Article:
یک الگوریتم چند جمله ای برای یک مشکل تعیین اندازه دسته تولید پشتیبانی ، برون سپاری و موجودی محدود
|کد مقاله||سال انتشار||مقاله انگلیسی||ترجمه فارسی||تعداد کلمات|
|22822||2013||11 صفحه PDF||سفارش دهید||محاسبه نشده|
Publisher : Elsevier - Science Direct (الزویر - ساینس دایرکت)
Journal : Computers & Industrial Engineering, Volume 64, Issue 1, January 2013, Pages 200–210
This paper addresses a real-life production planning problem arising in a manufacturer of luxury goods. This problem can be modeled as a single item dynamic lot-sizing model with backlogging, outsourcing and inventory capacity. Setup cost is included in the production cost function, and the production level at each period is unbounded. The holding, backlogging and outsourcing cost functions are assumed to be linear. The backlogging level at each period is also limited. The goal is to satisfy all demands in the planning horizon at minimal total cost. We show that this problem can be solved in O(T4 log T) time where T is the number of periods in the planning horizon.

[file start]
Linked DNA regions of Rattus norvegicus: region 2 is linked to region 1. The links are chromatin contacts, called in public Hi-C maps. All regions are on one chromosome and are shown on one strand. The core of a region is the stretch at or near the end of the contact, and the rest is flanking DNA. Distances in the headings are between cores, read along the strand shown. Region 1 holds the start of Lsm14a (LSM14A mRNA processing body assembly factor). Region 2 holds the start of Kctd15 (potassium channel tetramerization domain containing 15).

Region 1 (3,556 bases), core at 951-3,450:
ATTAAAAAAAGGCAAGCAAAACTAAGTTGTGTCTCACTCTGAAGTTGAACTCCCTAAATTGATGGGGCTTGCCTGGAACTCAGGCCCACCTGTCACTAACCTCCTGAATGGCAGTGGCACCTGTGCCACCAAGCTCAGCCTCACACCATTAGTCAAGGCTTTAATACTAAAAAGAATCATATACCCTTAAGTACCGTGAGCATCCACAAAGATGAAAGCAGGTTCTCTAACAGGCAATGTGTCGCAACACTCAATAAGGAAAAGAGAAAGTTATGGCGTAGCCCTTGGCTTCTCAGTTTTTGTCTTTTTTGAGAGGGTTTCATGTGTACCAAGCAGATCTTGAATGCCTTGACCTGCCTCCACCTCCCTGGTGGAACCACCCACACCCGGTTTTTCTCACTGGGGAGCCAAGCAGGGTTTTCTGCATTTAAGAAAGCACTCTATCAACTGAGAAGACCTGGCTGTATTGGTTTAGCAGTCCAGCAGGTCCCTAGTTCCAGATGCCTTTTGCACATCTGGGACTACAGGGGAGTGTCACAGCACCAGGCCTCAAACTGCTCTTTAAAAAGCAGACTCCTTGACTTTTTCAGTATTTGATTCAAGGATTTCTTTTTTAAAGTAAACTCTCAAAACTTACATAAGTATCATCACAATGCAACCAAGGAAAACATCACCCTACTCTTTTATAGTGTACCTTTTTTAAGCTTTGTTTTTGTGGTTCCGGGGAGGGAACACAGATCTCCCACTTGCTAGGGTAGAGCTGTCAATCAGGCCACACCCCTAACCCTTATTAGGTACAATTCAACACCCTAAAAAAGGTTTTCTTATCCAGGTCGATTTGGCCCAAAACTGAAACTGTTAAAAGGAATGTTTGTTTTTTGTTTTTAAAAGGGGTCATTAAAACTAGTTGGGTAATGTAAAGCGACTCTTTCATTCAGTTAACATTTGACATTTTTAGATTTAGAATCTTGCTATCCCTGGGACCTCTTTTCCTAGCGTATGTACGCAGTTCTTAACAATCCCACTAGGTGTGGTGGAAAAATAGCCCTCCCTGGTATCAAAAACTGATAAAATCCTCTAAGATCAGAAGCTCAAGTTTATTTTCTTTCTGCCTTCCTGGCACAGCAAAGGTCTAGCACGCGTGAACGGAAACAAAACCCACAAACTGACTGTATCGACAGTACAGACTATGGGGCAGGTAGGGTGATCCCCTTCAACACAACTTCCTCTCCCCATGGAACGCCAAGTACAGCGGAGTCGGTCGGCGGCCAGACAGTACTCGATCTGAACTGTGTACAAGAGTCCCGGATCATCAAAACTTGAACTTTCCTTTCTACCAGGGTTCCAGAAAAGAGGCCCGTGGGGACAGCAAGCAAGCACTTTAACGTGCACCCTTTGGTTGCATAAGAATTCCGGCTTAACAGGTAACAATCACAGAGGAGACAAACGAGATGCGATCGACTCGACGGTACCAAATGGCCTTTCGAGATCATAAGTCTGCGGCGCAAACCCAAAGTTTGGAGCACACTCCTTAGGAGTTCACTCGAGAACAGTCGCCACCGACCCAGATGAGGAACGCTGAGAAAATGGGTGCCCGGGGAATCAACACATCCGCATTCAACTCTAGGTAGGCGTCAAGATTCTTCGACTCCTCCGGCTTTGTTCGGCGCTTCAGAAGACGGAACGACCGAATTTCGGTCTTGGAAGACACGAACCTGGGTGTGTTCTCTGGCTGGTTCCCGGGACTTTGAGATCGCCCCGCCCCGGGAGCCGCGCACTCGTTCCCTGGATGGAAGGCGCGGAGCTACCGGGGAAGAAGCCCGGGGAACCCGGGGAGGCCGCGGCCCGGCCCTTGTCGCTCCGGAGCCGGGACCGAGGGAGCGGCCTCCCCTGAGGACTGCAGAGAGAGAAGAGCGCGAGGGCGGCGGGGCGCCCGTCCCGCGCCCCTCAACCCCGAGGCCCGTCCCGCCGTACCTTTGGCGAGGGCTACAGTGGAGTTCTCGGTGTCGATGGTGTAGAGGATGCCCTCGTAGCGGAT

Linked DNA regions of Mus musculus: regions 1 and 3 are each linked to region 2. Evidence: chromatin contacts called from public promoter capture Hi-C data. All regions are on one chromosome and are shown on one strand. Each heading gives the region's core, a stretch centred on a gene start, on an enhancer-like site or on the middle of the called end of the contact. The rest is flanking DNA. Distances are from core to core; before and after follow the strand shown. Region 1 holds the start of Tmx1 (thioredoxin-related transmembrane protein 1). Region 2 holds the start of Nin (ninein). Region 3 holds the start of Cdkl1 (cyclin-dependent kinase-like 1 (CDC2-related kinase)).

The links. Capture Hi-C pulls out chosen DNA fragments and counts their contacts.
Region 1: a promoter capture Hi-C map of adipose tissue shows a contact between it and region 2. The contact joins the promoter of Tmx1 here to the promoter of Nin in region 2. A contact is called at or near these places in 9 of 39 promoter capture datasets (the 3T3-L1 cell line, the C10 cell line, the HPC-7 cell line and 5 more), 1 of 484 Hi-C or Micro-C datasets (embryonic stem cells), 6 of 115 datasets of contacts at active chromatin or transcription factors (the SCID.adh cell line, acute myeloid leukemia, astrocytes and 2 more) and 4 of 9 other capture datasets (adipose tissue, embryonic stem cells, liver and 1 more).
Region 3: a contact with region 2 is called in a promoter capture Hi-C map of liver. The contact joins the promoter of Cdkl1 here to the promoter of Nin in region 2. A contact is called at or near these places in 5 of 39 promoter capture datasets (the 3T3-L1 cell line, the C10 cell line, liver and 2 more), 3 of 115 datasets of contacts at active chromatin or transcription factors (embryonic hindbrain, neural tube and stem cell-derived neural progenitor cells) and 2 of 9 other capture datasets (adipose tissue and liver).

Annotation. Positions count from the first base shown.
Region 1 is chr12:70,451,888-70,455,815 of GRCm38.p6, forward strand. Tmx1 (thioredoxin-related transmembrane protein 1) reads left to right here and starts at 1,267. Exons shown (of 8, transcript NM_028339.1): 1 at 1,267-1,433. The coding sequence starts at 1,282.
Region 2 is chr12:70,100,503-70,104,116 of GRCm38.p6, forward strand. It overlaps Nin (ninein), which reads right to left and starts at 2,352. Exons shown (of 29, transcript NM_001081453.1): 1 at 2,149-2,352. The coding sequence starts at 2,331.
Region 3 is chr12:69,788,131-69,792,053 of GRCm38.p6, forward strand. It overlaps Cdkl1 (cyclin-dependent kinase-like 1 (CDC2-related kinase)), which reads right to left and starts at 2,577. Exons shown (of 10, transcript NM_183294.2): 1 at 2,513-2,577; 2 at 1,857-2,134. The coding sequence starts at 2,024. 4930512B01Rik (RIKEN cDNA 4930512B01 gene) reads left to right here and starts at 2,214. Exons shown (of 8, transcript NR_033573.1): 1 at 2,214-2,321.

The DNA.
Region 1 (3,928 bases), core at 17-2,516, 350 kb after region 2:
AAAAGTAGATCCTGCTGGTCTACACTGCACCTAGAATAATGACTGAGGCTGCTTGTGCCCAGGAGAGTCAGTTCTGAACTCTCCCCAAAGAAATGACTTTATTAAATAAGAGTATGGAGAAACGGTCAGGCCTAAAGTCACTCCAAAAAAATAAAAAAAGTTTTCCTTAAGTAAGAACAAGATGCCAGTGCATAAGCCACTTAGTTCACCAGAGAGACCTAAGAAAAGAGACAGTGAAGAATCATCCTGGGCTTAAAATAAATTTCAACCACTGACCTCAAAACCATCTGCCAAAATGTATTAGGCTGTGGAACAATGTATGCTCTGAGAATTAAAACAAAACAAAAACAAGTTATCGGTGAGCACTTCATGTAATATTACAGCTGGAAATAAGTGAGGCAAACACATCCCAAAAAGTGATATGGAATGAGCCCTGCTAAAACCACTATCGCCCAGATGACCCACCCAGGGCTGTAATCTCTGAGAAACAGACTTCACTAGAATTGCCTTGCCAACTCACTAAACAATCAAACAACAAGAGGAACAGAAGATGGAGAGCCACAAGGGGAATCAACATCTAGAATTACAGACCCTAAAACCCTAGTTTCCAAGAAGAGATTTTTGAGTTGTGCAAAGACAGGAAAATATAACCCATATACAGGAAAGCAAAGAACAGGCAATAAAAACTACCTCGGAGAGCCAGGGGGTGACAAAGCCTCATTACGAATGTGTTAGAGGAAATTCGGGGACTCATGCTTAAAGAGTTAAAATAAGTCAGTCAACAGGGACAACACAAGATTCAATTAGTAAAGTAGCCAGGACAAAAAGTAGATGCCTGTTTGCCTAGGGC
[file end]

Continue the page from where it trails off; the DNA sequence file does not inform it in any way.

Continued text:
1. Introduction This paper addresses a real-life production planning problem coming from a company of luxury goods, which is a single item capacitated lot-sizing problem over a finite planning horizon of T periods. A production plan should be established based on the forecast demand. The demand of each period can be satisfied by production, and/or through inventory from previous periods, as in classical industry, but also by backlogging from subsequent periods, or it can be partially or entirely outsourced, should this lead to cost savings. In fact, the customers of luxury goods are willing to wait for their favorite items in case of shortage. As a consequence, shortage does not mean lost sales. Outsourcing is also a common practice in luxury goods. Of course, backlogging and outsourcing also cost money and should be taken into account in the model. Furthermore, the inventory, backlogging and outsourcing levels are limited. The problem consists of determining the amount to be produced and outsourced in each period so that all demands are satisfied (not necessarily in time) and the total cost of production, inventory holding, backlogging and outsourcing is minimized. This problem can be modeled as a lot-sizing model with backlogging and outsourcing. Even though this problem comes from a company of luxury goods, it also arises in other industries with a high degree of monopoly. The capacitated lot-sizing problem with inventory capacity is usually known as a bounded/limited inventory model. Up to now, there are very few works on this aspect in the existing literature. In most of the studies, the inventory is often assumed to be unbounded. Nonetheless, for many real-life applications, bounded inventory models are relevant. Nowadays, outsourcing has become a common practice for those firms that deal with highly variable demands to reduce the cost. It is more and more popular both to customers and firms since in this way, the former can obtain what he wants while the latter can avoid the goodwill loss or lessen the cost. However, outsourcing decision (when and how much) is not always easy to make for firms. Many scientific issues still need to be addressed. Nevertheless, academic research on this aspect still is scarce. Some authors considered immediate lost sales models (Aksen et al., 2003, Sandbothe and Thompson, 1990 and Sandbothe and Thompson, 1993). Absi et al., 2011 and Aksen, 2007 considered models involving backlogging and lost sales. In the model considered by Aksen (2007), in case of shortage, the portion of the lost sales are input data while it is a decision variable in the model considered by Absi et al. (2011). It should be noticed that the inventory is unbounded in all these models. In this paper, we prefer talking about outsourcing instead of lost sales, since in the current increasingly competitive environment, all companies make their best to satisfy customer requirements and to avoid lost sales. Deliberate lost sales are unrealistic especially when demands are assumed to be deterministic. However, from the modeling point of view lost sales are equivalent to outsourcing a part or whole of the demand of customers for various reasons (e.g., for small quantities, outsourcing from subcontractors is cheaper than in-house production). Deliberate lost sales must be avoided. As we show hereafter, the model studied in this paper is the most general one ever investigated. The uncapacitated version of lot-sizing model was first introduced by Wagner and Whitin (1958), they presented an O(T2) dynamic programming method. Zangwill (1966) generalized their work to the backlogging case, and proposed a polynomial algorithm. Blackburn and Kunreuther, 1974 and Lundin and Morton, 1975 developed an O(T2) algorithm for the unbounded inventory model with time-varying linear production cost functions and concave holding/backlogging cost functions. Later, Morton (1978) gave an improved algorithm running in O(T2) time to avoid the inner search for an even more special case where there is unlimited inventory and the cost is linear and stationary over time. Aggarwal and Park, 1993, Federgruen and Tzur, 1991 and Wagelmans et al., 1992 improved the complexity to O(T) and provided simple forward algorithms in O(T log T) time for the problems with general non-stationary linear production, holding and backlogging cost functions. Ganas and Papachristos (2005) devised a new O(T2) algorithm for the uncapacitated lot-sizing problem with linear holding/backlogging cost functions, fixed ordering cost (independent of the quantity ordered), constant demand, and constant cost parameters. Lot-sizing models with production capacity have been studied by many authors. The computational complexity was investigated by Bitran and Yanasse, 1982 and Florian et al., 1980. Florian et al. (1980) assumed that production and holding cost functions were continuous, nondecreasing and time-varying. They showed that this problem was NP-hard for quite general objective functions and provided a pseudo-polynomial dynamic programming algorithm. Some research has been done to identify polynomially solvable special cases. Bitran and Yanasse (1982) studied the computational complexity of the problem with linear production and holding cost functions under constant production capacity. Florian and Klein (1971) proposed an O(T4) dynamic programming algorithm to solve the production planning problem with constant production capacity and concave production and inventory holding cost functions. Janannathan and Rao (1973) extended their results to a more general production cost function which was neither concave nor convex. Van Hoesel and Wagelmans (1996) proposed an O(T3) algorithm for a model with constant production capacity, concave production cost and linear holding cost functions. Baker, Dixon, Magazine, and Silver (1978) devised an O(2T) algorithm for the case of time-varying production capacity and setup cost, time-varying holding and production cost functions. Chung and Lin (1988) obtained an O(T2) dynamic programming algorithm for the problem with linear production and holding cost functions where setup cost and unit production cost are nonincreasing in time and the capacities are nondecreasing in time. Recently, for the same problem, Van den Heuvel and Wagelmans (2006) also proposed a more efficient algorithm based on the geometrical interpretation of a dynamic programming algorithm. Chen, Hearn, and Lee (1994) proposed an efficient pseudo-polynomial dynamic programming approach by a geometric argument for the model with linear production and holding cost functions and non-constant production capacities. Swoveland (1975) gave a pseudo-polynomial dynamic programming algorithm for the backlogging model with piecewise concave production and holding/backlogging cost functions. Shaw and Wagelmans (1998) developed a pseudo-polynomial algorithm whose running time linearly depends on the magnitude of the data, for piecewise linear production cost functions, general holding/backlogging cost functions and setup costs. Van Hoesel and Wagelmans (2001) developed fully polynomial approximation schemes for concave backlogging and production cost functions and arbitrary monotone holding cost functions. In production planning context, concave cost functions arise much more frequently than convex cost functions. Problems with convex cost functions are also much more complex. This perhaps explains why most of the papers deal with linear and/or concave functions. Lee and Nahmias (1993) indicated that concavity occurs when there are declining marginal production costs or other scale economies. Veinott (1964) developed a parametric algorithm for the problem with convex production and holding cost functions. Backlogging was not permitted in his model. He showed that an optimal plan could be obtained by satisfying each unit of demand in turn as cheaply as possible. Recently, Feng, Chen, Kumar, and Lin (2011) showed that a problem with convex inventory cost can be solved in O(T log T) time if the setup cost is nonincreasing and the production capacity is constant. The bounded inventory model has received little attention in the literature. Love (1973) gave an O(T3) algorithm that searched the extreme points of the solution space for the bounded inventory model with piecewise concave cost functions and backlogging. Gutiérrez, Sedeño-Noda, Colebrook, and Sicilia (2002) proposed a new characterization of an optimal production plan to reduce the computational effort of Love’s procedure but with a constant inventory bound and no backlogging, and developed an O(T3) dynamic programming algorithm. Later, they Gutiérrez, Sedeño-Noda, Colebrook, and Sicilia (2007) extended their own results to the backlogging case with time-varying inventory bound. The extended model of Wagner and Whitin (1958) by considering storage capacity was proved to be solvable in O(T2) time by Toczylowski (1995). Gutiérrez, Sedeño-Noda, Colebrook, and Sicilia (2008) claimed that the time complexity could be reduced to O(T log T) but Van den Heuvel, Gutiérriez, and Hwang (2011) gave a counterexample. Atamtürk and Küçükyavuz (2005) gave an O(T4) algorithm for the model without backlogging but with fixed charge linear production and inventory cost functions. The complexity can be reduced to O(T2 log T) when the inventory cost functions are linear. Chu and Chu (2007) provided an algorithm with O(T2) complexity for the inventory/backlogging models with fixed charge linear production cost functions and general concave holding/backlogging cost functions. For the single-item lot-sizing problem with outsourcing, very few papers have been published. Sandbothe and Thompson (1990) presented a capacitated lot-sizing model with stockouts, in which all cost parameters are time-independent. They proved necessary conditions for an optimal solution with constant costs and presented an O(T3) forward dynamic programming algorithm when production capacity is constant and an O(2T) algorithm for the model with time-varying production capacity for the first k + 1 periods with computable k. Later, Sandbothe and Thompson (1993) considered the same problem but with inventory capacities. A forward algorithm was proposed and the amount of computational effort was only multiplied by a factor of 4 in contrast to the computational complexity of the earlier model. Aksen et al. (2003) considered an uncapacitated single-item lot-sizing problem with outsourcing and proposed an O(T2) forward recursive dynamic programming algorithm with time-varying linear production, inventory and lost sales costs. Atamtürk and Hochbaum (2001) showed that the model with concave production and outsourcing cost functions, constant production capacity, unlimited outsourcing level and no backlogging can be solved in O(T5) time. They also investigated other polynomial solvable models with non-speculative cost functions. Chu and Chu (2007) developed an O(T2 log T) algorithm to solve the models with no backlogging, linear holding and outsourcing cost functions, fixed charge linear production cost functions. The problem considered in this paper involves inventory capacity. Furthermore, both outsourcing and backlogging are allowed. To the best of our knowledge, this is the first paper that simultaneously considers the outsourcing and backlogging decisions with inventory capacity. It extends the model of Chu and Chu (2007). In fact, when the limit of backlogging is set to zero we obtain the model of Chu and Chu (2007). Thereby, the complexity of the algorithm to solve this model should also be higher. We show that the model can be solved in O(T4 log T) time, if the production cost functions are linear but with a fixed cost component, and the holding/backlogging and outsourcing cost functions are linear. At present, production, holding, backlogging and outsourcing are common managerial policies for firms. The remainder of this paper is outlined as follows. Section 2 gives the mathematical formulation of the model under study, shows related properties. Section 3 presents mathematical description of subplans, and develops an algorithm to compute optimal subplans and to solve the global problem. Section 4 ends the paper with some concluding remarks.